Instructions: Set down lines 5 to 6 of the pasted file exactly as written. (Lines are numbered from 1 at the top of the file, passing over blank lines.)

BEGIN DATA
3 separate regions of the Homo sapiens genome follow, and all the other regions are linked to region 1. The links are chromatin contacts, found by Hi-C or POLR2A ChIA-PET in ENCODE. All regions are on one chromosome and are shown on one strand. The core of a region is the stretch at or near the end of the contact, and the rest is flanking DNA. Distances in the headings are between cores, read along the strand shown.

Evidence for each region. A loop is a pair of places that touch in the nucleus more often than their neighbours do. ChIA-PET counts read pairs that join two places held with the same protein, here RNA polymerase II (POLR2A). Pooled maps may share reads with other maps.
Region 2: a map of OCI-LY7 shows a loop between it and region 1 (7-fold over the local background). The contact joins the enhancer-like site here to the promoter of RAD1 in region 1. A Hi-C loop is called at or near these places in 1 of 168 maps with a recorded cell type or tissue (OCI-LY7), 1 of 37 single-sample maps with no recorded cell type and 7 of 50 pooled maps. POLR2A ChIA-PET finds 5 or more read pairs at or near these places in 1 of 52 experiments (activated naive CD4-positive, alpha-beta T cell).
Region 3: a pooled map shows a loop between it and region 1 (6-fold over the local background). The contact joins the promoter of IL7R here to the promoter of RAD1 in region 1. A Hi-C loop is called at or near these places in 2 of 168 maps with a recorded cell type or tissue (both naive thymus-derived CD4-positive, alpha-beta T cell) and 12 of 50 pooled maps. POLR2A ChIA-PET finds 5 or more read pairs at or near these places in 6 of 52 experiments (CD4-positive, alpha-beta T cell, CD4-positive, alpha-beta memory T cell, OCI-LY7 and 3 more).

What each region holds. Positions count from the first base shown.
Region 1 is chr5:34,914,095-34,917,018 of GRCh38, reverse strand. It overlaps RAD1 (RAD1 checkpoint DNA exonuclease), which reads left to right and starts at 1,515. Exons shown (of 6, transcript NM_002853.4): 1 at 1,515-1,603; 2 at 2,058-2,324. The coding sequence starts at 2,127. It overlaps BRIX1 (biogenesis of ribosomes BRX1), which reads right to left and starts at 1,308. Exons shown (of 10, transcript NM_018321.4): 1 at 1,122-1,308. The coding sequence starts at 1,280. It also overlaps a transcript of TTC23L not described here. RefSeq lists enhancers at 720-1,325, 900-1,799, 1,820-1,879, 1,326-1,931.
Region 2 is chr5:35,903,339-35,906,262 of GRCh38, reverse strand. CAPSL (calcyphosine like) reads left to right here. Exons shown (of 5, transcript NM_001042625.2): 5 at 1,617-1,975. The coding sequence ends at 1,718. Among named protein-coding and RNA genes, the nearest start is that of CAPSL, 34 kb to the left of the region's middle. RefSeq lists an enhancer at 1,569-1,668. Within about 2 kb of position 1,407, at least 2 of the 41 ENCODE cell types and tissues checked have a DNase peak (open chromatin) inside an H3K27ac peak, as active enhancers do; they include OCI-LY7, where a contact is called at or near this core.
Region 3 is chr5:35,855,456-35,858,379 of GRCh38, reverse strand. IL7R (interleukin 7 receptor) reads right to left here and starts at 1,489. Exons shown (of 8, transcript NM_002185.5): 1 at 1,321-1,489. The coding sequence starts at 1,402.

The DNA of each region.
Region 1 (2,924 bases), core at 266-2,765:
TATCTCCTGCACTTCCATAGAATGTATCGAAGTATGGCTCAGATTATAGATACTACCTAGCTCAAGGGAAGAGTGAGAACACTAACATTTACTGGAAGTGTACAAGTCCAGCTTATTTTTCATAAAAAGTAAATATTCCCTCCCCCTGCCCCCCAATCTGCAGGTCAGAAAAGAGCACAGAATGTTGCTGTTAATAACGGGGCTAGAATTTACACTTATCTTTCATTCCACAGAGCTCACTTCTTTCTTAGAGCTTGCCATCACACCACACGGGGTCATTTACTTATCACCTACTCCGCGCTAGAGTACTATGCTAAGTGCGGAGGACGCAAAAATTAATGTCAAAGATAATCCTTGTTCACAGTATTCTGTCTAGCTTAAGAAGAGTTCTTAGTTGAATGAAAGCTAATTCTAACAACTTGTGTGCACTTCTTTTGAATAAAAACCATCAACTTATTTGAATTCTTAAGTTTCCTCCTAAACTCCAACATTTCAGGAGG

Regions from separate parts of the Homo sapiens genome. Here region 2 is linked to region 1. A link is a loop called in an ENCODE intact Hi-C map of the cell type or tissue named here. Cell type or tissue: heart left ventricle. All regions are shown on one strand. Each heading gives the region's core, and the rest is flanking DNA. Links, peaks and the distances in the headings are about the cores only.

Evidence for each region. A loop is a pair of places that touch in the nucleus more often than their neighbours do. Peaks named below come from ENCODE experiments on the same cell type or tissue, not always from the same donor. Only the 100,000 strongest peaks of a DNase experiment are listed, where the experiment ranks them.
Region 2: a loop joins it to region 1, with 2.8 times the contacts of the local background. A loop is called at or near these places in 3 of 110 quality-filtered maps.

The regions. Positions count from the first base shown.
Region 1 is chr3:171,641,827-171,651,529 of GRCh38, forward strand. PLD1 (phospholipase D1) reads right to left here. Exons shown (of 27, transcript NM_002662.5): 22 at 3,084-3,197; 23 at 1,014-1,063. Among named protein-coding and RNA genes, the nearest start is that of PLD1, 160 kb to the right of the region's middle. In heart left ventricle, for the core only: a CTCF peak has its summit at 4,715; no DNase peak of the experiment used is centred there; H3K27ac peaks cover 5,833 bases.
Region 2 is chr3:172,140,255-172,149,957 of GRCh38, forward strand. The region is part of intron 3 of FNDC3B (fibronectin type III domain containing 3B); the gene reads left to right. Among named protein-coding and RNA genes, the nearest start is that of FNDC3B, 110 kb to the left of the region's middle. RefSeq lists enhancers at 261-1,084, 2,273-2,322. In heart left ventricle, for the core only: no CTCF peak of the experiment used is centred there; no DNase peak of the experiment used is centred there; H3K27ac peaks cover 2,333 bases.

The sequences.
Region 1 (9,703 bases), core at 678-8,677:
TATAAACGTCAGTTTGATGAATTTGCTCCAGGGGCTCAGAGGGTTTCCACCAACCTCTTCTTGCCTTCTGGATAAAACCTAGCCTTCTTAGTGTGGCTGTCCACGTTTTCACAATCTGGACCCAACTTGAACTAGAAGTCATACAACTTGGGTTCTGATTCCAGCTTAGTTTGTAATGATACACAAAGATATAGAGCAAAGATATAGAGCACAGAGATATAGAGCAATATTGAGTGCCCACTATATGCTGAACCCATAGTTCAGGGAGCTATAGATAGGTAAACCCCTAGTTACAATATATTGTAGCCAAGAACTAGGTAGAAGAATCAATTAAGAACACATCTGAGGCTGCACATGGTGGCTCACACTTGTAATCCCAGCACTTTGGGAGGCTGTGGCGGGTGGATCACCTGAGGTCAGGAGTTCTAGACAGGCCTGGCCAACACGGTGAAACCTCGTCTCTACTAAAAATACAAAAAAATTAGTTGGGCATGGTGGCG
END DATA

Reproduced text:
What each region holds. Positions count from the first base shown.
Region 1 is chr5:34,914,095-34,917,018 of GRCh38, reverse strand. It overlaps RAD1 (RAD1 checkpoint DNA exonuclease), which reads left to right and starts at 1,515. Exons shown (of 6, transcript NM_002853.4): 1 at 1,515-1,603; 2 at 2,058-2,324. The coding sequence starts at 2,127. It overlaps BRIX1 (biogenesis of ribosomes BRX1), which reads right to left and starts at 1,308. Exons shown (of 10, transcript NM_018321.4): 1 at 1,122-1,308. The coding sequence starts at 1,280. It also overlaps a transcript of TTC23L not described here. RefSeq lists enhancers at 720-1,325, 900-1,799, 1,820-1,879, 1,326-1,931.